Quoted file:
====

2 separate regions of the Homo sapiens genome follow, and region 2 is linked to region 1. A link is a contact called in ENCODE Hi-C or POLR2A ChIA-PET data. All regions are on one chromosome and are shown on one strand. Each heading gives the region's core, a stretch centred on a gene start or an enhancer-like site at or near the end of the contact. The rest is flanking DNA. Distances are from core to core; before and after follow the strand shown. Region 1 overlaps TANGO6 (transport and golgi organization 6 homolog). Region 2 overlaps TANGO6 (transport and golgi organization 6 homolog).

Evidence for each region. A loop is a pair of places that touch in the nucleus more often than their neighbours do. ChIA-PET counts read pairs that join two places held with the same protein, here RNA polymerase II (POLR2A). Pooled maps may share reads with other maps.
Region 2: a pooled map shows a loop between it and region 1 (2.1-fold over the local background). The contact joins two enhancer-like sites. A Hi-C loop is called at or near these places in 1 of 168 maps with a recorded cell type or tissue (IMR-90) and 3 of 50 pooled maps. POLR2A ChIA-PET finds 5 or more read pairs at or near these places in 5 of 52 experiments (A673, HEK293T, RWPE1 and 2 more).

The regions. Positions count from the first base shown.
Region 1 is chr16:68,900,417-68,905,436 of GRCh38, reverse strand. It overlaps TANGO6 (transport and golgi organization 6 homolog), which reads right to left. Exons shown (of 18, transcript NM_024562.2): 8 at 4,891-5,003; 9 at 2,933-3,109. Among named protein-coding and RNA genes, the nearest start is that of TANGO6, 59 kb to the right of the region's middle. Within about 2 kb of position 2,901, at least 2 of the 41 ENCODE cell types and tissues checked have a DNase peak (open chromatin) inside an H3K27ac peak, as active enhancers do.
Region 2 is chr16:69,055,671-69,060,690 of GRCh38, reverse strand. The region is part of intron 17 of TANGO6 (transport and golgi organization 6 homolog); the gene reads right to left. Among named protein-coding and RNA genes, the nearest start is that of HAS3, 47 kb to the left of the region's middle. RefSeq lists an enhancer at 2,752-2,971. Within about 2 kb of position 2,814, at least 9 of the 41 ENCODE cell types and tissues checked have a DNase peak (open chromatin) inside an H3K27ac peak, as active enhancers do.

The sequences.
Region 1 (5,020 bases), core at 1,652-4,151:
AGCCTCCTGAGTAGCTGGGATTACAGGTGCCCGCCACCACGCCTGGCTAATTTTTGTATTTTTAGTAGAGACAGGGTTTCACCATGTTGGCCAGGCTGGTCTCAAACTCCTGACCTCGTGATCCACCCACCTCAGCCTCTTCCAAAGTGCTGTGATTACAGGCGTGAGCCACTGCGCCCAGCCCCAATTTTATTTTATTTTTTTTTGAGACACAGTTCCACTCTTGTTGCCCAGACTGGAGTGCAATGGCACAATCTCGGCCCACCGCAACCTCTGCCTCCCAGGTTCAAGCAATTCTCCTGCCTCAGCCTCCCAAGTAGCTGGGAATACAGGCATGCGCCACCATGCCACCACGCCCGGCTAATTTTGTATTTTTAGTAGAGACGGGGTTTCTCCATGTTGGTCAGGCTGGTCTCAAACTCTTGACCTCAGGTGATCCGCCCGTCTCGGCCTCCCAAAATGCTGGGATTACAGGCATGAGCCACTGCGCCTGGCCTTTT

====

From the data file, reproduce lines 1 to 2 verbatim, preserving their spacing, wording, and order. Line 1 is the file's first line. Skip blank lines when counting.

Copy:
2 separate regions of the Homo sapiens genome follow, and region 2 is linked to region 1. A link is a contact called in ENCODE Hi-C or POLR2A ChIA-PET data. All regions are on one chromosome and are shown on one strand. Each heading gives the region's core, a stretch centred on a gene start or an enhancer-like site at or near the end of the contact. The rest is flanking DNA. Distances are from core to core; before and after follow the strand shown. Region 1 overlaps TANGO6 (transport and golgi organization 6 homolog). Region 2 overlaps TANGO6 (transport and golgi organization 6 homolog).

Evidence for each region. A loop is a pair of places that touch in the nucleus more often than their neighbours do. ChIA-PET counts read pairs that join two places held with the same protein, here RNA polymerase II (POLR2A). Pooled maps may share reads with other maps.